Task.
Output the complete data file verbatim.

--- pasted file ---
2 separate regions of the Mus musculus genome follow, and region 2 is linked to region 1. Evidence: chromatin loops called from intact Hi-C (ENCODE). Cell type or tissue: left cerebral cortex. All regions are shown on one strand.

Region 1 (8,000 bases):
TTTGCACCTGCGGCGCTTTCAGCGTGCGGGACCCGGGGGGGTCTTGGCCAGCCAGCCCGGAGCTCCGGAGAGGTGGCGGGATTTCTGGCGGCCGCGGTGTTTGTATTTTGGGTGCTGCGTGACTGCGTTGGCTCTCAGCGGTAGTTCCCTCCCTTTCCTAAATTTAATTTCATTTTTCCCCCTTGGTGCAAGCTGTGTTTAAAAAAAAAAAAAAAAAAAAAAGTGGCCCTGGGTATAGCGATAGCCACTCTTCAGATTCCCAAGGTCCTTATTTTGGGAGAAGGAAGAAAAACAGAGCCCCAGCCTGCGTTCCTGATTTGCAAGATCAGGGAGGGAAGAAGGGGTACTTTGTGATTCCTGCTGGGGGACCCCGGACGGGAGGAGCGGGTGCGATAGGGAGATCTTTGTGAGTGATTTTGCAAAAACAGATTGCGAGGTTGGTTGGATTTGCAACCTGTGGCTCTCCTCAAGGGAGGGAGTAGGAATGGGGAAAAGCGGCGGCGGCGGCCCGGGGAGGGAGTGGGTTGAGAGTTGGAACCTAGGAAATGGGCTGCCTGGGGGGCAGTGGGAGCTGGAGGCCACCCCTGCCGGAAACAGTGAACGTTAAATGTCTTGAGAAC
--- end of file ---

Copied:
2 separate regions of the Mus musculus genome follow, and region 2 is linked to region 1. Evidence: chromatin loops called from intact Hi-C (ENCODE). Cell type or tissue: left cerebral cortex. All regions are shown on one strand.

Region 1 (8,000 bases):
TTTGCACCTGCGGCGCTTTCAGCGTGCGGGACCCGGGGGGGTCTTGGCCAGCCAGCCCGGAGCTCCGGAGAGGTGGCGGGATTTCTGGCGGCCGCGGTGTTTGTATTTTGGGTGCTGCGTGACTGCGTTGGCTCTCAGCGGTAGTTCCCTCCCTTTCCTAAATTTAATTTCATTTTTCCCCCTTGGTGCAAGCTGTGTTTAAAAAAAAAAAAAAAAAAAAAAGTGGCCCTGGGTATAGCGATAGCCACTCTTCAGATTCCCAAGGTCCTTATTTTGGGAGAAGGAAGAAAAACAGAGCCCCAGCCTGCGTTCCTGATTTGCAAGATCAGGGAGGGAAGAAGGGGTACTTTGTGATTCCTGCTGGGGGACCCCGGACGGGAGGAGCGGGTGCGATAGGGAGATCTTTGTGAGTGATTTTGCAAAAACAGATTGCGAGGTTGGTTGGATTTGCAACCTGTGGCTCTCCTCAAGGGAGGGAGTAGGAATGGGGAAAAGCGGCGGCGGCGGCCCGGGGAGGGAGTGGGTTGAGAGTTGGAACCTAGGAAATGGGCTGCCTGGGGGGCAGTGGGAGCTGGAGGCCACCCCTGCCGGAAACAGTGAACGTTAAATGTCTTGAGAAC